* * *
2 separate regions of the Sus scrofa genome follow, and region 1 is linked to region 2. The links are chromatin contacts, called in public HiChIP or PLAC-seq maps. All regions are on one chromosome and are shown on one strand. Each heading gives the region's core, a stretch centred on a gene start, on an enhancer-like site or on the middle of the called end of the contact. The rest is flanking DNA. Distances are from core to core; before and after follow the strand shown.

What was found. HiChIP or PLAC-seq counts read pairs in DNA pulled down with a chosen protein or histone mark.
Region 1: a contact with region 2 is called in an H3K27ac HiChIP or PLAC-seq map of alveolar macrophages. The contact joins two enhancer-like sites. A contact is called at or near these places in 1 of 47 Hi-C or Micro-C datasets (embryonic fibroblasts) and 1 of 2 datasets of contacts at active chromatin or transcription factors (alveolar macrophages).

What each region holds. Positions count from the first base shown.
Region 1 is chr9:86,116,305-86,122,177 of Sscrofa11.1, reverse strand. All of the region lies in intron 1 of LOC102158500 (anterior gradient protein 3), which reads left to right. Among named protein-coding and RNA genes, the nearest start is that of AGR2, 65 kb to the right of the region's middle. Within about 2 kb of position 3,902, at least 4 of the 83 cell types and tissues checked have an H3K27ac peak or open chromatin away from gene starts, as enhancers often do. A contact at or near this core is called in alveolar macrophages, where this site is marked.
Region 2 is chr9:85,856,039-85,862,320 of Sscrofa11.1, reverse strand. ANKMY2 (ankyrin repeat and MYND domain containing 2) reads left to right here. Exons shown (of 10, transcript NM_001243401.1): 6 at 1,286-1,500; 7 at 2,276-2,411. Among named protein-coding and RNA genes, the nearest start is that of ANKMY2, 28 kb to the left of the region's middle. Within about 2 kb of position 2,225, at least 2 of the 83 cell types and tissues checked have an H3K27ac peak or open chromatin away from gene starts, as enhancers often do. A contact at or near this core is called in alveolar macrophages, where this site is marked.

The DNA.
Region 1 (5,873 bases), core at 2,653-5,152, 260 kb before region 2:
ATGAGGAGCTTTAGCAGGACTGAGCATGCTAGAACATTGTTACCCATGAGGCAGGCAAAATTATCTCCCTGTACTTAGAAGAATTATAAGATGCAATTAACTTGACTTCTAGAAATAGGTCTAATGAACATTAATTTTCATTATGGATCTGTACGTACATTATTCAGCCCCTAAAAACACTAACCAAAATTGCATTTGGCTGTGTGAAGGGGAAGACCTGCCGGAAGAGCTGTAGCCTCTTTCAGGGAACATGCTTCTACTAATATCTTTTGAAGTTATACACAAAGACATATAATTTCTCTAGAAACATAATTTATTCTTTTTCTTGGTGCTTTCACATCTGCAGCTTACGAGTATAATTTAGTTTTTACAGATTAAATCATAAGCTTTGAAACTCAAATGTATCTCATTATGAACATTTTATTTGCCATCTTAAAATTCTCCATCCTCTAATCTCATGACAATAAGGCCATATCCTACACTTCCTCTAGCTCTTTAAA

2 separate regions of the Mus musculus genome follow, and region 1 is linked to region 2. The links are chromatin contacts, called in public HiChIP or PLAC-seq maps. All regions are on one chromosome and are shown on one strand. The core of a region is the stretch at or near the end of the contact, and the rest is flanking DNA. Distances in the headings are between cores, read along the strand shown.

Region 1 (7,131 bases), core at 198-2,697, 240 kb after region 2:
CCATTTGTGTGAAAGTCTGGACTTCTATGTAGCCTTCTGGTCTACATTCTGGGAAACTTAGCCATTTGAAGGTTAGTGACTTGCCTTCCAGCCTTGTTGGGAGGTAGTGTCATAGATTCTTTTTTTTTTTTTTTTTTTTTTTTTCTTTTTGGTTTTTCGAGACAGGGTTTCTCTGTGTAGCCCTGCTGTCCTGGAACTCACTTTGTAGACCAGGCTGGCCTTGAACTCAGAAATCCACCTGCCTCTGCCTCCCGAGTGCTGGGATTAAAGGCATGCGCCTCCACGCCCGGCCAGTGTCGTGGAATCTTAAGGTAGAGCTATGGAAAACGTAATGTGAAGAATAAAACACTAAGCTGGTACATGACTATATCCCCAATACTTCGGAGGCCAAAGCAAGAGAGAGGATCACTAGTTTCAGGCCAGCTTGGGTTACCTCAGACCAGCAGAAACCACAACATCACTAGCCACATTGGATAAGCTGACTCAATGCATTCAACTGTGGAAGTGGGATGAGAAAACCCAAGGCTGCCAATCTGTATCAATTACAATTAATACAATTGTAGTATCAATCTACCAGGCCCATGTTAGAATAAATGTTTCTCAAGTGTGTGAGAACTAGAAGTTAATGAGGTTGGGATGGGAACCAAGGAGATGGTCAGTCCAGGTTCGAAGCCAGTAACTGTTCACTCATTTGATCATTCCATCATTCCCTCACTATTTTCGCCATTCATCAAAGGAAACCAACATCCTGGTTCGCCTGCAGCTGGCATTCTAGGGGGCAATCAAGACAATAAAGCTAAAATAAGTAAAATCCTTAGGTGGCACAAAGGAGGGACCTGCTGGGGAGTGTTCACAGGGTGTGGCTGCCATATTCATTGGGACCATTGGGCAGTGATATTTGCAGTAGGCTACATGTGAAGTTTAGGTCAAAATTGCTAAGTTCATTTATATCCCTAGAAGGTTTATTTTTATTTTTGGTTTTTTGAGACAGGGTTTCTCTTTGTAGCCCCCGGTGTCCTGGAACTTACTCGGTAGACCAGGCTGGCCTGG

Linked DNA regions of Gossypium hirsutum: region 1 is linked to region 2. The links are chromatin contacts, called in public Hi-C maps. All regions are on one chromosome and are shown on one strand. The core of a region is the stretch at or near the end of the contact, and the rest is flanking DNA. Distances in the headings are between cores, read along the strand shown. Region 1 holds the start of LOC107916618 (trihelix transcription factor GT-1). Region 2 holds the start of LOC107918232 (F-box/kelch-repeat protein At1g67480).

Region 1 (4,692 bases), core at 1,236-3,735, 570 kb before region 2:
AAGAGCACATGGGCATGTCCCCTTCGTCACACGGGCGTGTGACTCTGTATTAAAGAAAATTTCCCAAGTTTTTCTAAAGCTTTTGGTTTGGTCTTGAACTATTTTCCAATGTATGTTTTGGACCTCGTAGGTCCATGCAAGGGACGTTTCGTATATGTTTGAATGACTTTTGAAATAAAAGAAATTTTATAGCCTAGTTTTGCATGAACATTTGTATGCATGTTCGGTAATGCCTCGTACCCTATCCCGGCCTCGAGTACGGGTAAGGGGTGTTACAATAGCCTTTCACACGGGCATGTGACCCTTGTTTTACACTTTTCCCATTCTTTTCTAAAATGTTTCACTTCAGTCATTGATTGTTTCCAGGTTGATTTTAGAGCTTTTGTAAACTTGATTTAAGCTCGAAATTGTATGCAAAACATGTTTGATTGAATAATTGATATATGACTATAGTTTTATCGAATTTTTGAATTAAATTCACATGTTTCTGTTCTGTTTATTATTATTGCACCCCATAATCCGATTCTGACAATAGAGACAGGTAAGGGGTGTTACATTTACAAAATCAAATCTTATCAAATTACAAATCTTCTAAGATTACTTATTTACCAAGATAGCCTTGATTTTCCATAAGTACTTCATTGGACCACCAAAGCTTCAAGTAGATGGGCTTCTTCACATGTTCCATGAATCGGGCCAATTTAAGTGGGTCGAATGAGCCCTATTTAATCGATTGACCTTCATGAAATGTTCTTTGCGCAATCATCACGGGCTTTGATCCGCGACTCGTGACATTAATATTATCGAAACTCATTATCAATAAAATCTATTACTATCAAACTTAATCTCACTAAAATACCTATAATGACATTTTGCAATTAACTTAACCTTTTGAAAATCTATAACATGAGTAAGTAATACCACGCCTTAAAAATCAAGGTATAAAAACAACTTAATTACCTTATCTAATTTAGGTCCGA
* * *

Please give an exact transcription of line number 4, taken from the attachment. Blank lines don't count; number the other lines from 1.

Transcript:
What each region holds. Positions count from the first base shown.